Courtesy of Mohammed Sofian Ismail.
The circumnavigation was the longest in terms of distance and time that Ismail has accomplished to date. Which is quite remarkable because in December 2016, he experienced a cardiac episode during the middle of a 2 km sea swim.
“I sprinted right from the off because it was clear water in front of me,” recalls Ismail about the 2 km Port Dickson Open Water Swim in Malaysia. “I knew very well from my triathlon days that it was of paramount importance to get clear water in front of you. So I took my opportunity and went off helter-skelter. My heart was pumping but who cares, this was a sprint race.”
But what transpired over the next hour literally saved his life.
He continued to describe the race. “I reached the first buoy quite ok in front of my normal rivals. Then at about 1.2 km I realized that I was slowing down for no apparent reason. People were passing me by and I couldn’t seem to respond. Maybe I should slow down to catch my breath?”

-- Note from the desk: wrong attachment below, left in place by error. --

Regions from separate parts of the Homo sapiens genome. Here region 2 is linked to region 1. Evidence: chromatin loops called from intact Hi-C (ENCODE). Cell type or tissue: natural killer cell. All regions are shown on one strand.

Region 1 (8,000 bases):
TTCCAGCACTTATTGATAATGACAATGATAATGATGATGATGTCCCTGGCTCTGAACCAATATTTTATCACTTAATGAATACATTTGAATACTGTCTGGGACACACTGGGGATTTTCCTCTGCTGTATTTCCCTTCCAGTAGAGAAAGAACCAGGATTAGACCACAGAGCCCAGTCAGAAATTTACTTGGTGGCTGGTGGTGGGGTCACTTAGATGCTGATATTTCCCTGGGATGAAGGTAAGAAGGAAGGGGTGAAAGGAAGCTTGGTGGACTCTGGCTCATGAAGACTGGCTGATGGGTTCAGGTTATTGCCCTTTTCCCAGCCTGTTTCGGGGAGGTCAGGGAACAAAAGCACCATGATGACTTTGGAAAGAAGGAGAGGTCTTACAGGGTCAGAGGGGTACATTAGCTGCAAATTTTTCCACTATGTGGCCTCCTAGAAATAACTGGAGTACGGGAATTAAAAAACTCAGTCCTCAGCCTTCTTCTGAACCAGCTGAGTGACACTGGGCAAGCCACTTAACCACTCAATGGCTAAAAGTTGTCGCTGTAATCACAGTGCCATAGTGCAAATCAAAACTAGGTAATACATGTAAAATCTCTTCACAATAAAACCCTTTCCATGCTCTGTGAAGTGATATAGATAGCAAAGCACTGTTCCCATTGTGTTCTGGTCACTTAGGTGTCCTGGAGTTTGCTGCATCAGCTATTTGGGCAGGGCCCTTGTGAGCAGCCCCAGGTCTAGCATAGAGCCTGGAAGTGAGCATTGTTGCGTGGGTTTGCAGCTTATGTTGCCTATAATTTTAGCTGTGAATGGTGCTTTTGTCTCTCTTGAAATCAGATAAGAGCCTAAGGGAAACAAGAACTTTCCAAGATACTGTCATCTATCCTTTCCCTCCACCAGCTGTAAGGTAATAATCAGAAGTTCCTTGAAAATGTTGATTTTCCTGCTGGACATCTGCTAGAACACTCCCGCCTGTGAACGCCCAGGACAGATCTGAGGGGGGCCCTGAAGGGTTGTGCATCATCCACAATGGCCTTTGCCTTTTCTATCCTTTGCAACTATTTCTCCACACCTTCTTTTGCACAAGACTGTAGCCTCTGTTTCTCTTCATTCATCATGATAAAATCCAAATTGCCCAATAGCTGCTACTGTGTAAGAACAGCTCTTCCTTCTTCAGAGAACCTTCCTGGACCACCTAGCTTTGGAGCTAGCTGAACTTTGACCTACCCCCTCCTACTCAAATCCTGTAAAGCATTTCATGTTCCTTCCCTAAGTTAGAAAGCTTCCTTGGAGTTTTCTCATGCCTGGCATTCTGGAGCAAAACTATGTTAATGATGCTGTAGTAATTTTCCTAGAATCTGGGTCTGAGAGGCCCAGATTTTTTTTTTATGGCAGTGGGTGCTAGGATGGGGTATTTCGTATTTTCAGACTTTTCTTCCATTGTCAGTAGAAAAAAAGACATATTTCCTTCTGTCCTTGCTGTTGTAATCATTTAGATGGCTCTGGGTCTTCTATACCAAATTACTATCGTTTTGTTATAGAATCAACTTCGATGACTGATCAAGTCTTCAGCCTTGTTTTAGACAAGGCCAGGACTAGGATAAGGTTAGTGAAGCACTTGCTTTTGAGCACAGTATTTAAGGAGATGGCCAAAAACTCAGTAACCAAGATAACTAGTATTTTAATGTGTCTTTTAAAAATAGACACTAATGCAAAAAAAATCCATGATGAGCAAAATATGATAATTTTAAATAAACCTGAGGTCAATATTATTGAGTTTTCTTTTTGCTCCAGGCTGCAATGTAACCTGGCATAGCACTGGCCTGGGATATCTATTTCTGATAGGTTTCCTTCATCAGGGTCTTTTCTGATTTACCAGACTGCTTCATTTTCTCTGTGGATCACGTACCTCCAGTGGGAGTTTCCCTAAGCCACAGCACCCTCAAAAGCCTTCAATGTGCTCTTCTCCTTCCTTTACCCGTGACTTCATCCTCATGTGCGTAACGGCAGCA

The situation was becoming increasingly dire offshore in the sea.
“My chest felt tight. I was in trouble.”
He stopped and raised his hand, asking for help. Lifesavers came to his immediate rescue. After an initial struggle onto the rescue boat, he was transported from the race course to an ambulance to an emergency room at a local hospital 4 km away where a full medical team started to work on him.
“The sense of urgency was very high and everyone was working as one to save [me],” he recalled.
“You are having a heart attack,” explained a young Indian doctor to Ismail.
The rest of his story in the first person is written here.
And the most incredible outcome about this entire episode is that Ismail continues to swim and compete in a number of marathon swims from Spain to Malaysia. He describes his numerous swims on his blog.
Read about his heart attack at sea and the remarkable rescue and emergency services he received here.
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